\(\text{p} \text{p}_{\text{p}_\text{p}}\!\) \(a(10) ~=~ 3\) | |

\(\text{p}_{\text{p}_{\text{p}_\text{p}}}\!\) \(a(11) ~=~ 4\) |
\(\text{p}^\text{p} \text{p}_\text{p}\!\) \(a(12) ~=~ 2\) |
\(\text{p}_{\text{p} \text{p}_\text{p}}\!\) \(a(13) ~=~ 3\) |
\(\text{p} \text{p}_{\text{p}^\text{p}}\!\) \(a(14) ~=~ 3\) |
\(\text{p}_\text{p} \text{p}_{\text{p}_\text{p}}\!\) \(a(15) ~=~ 3\) | |

\(\text{p}^{\text{p}^\text{p}}\!\) \(a(16) ~=~ 3\) |
\(\text{p}_{\text{p}_{\text{p}^\text{p}}}\!\) \(a(17) ~=~ 4\) |
\(\text{p} \text{p}_\text{p}^\text{p}\!\) \(a(18) ~=~ 2\) |
\(\text{p}_{\text{p}^{\text{p}_\text{p}}}\!\) \(a(19) ~=~ 4\) |
\(\text{p}^\text{p} \text{p}_{\text{p}_\text{p}}\!\) \(a(20) ~=~ 3\) | |

\(\text{p}_\text{p} \text{p}_{\text{p}^\text{p}}\!\) \(a(21) ~=~ 3\) |
\(\text{p} \text{p}_{\text{p}_{\text{p}_\text{p}}}\!\) \(a(22) ~=~ 4\) |
\(\text{p}_{\text{p}_\text{p}^\text{p}}\!\) \(a(23) ~=~ 3\) |
\(\text{p}^{\text{p}_\text{p}} \text{p}_\text{p}\!\) \(a(24) ~=~ 3\) |
\(\text{p}_{\text{p}_\text{p}}^\text{p}\!\) \(a(25) ~=~ 3\) | |

\(\text{p} \text{p}_{\text{p} \text{p}_\text{p}}\!\) \(a(26) ~=~ 3\) |
\(\text{p}_\text{p}^{\text{p}_\text{p}}\!\) \(a(27) ~=~ 3\) |
\(\text{p}^\text{p} \text{p}_{\text{p}^\text{p}}\!\) \(a(28) ~=~ 3\) |
\(\text{p}_{\text{p} \text{p}_{\text{p}_\text{p}}}\!\) \(a(29) ~=~ 4\) |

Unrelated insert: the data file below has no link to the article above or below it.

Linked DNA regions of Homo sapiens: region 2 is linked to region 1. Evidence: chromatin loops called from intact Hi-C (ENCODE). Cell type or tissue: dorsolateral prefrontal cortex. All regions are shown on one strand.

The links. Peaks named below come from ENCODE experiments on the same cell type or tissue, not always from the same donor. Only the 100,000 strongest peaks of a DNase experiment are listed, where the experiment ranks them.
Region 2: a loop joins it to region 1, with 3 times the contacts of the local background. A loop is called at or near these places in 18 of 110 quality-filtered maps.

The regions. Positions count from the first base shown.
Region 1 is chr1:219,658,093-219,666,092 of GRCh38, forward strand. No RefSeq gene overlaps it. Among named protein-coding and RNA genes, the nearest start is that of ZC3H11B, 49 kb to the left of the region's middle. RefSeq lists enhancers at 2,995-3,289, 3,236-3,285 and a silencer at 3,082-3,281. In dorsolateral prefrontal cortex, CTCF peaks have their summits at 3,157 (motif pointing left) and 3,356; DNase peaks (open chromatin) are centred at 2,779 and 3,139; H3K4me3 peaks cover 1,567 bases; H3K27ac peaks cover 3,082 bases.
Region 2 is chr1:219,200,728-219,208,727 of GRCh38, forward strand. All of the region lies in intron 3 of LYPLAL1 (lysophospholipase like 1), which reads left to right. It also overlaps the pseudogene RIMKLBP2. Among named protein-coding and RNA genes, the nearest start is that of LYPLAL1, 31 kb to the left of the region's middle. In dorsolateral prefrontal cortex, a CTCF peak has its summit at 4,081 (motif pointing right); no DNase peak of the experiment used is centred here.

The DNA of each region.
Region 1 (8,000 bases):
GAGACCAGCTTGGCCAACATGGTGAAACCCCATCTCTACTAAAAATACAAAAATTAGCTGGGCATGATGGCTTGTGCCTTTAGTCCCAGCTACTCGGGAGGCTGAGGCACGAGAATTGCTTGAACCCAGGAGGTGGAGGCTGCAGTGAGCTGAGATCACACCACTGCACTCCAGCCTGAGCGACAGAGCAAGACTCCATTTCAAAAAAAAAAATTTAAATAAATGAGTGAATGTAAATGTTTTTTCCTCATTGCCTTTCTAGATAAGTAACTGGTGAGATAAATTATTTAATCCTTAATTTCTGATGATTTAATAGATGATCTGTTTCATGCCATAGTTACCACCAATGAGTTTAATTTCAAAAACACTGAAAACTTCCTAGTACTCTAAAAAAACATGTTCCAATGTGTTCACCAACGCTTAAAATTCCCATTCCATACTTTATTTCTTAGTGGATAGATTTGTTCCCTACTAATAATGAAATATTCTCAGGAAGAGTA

\(\text{p} \text{p}_\text{p} \text{p}_{\text{p}_\text{p}}\!\) \(a(30) ~=~ 3\) | |

\(\text{p}_{\text{p}_{\text{p}_{\text{p}_\text{p}}}}\!\) \(a(31) ~=~ 5\) |
\(\text{p}^{\text{p}_{\text{p}_\text{p}}}\!\) \(a(32) ~=~ 4\) |
\(\text{p}_\text{p} \text{p}_{\text{p}_{\text{p}_\text{p}}}\!\) \(a(33) ~=~ 4\) |
\(\text{p} \text{p}_{\text{p}_{\text{p}^\text{p}}}\!\) \(a(34) ~=~ 4\) |
\(\text{p}_{\text{p}_\text{p}} \text{p}_{\text{p}^\text{p}}\!\) \(a(35) ~=~ 3\) | |

\(\text{p}^\text{p} \text{p}_\text{p}^\text{p}\!\) \(a(36) ~=~ 2\) |
\(\text{p}_{\text{p}^\text{p} \text{p}_\text{p}}\!\) \(a(37) ~=~ 3\) |
\(\text{p} \text{p}_{\text{p}^{\text{p}_\text{p}}}\!\) \(a(38) ~=~ 4\) |
\(\text{p}_\text{p} \text{p}_{\text{p} \text{p}_\text{p}}\!\) \(a(39) ~=~ 3\) |
\(\text{p}^{\text{p}_\text{p}} \text{p}_{\text{p}_\text{p}}\!\) \(a(40) ~=~ 3\) | |

\(\text{p}_{\text{p}_{\text{p} \text{p}_\text{p}}}\!\) \(a(41) ~=~ 4\) |
\(\text{p} \text{p}_\text{p} \text{p}_{\text{p}^\text{p}}\!\) \(a(42) ~=~ 3\) |
\(\text{p}_{\text{p} \text{p}_{\text{p}^\text{p}}}\!\) \(a(43) ~=~ 4\) |
\(\text{p}^\text{p} \text{p}_{\text{p}_{\text{p}_\text{p}}}\!\) \(a(44) ~=~ 4\) |
\(\text{p}_\text{p}^\text{p} \text{p}_{\text{p}_\text{p}}\!\) \(a(45) ~=~ 3\) | |

\(\text{p} \text{p}_{\text{p}_\text{p}^\text{p}}\!\) \(a(46) ~=~ 3\) |
\(\text{p}_{\text{p}_\text{p} \text{p}_{\text{p}_\text{p}}}\!\) \(a(47) ~=~ 4\) |
\(\text{p}^{\text{p}^\text{p}} \text{p}_\text{p}\!\) \(a(48) ~=~ 3\) |
\(\text{p}_{\text{p}^\text{p}}^\text{p}\!\) \(a(49) ~=~ 3\) |
\(\text{p} \text{p}_{\text{p}_\text{p}}^\text{p}\!\) \(a(50) ~=~ 3\) | |

\(\text{p}_\text{p} \text{p}_{\text{p}_{\text{p}^\text{p}}}\!\) \(a(51) ~=~ 4\) |
\(\text{p}^\text{p} \text{p}_{\text{p} \text{p}_\text{p}}\!\) \(a(52) ~=~ 3\) |
\(\text{p}_{\text{p}^{\text{p}^\text{p}}}\!\) \(a(53) ~=~ 4\) |
\(\text{p} \text{p}_\text{p}^{\text{p}_\text{p}}\!\) \(a(54) ~=~ 3\) |
\(\text{p}_{\text{p}_\text{p}} \text{p}_{\text{p}_{\text{p}_\text{p}}}\!\) \(a(55) ~=~ 4\) | |

\(\text{p}^{\text{p}_\text{p}} \text{p}_{\text{p}^\text{p}}\!\) \(a(56) ~=~ 3\) |
\(\text{p}_\text{p} \text{p}_{\text{p}^{\text{p}_\text{p}}}\!\) \(a(57) ~=~ 4\) |
\(\text{p} \text{p}_{\text{p} \text{p}_{\text{p}_\text{p}}}\!\) \(a(58) ~=~ 4\) |
\(\text{p}_{\text{p}_{\text{p}_{\text{p}^\text{p}}}}\!\) \(a(59) ~=~ 5\) |
\(\text{p}^\text{p} \text{p}_\text{p} \text{p}_{\text{p}_\text{p}}\!\) \(a(60) ~=~ 3\) |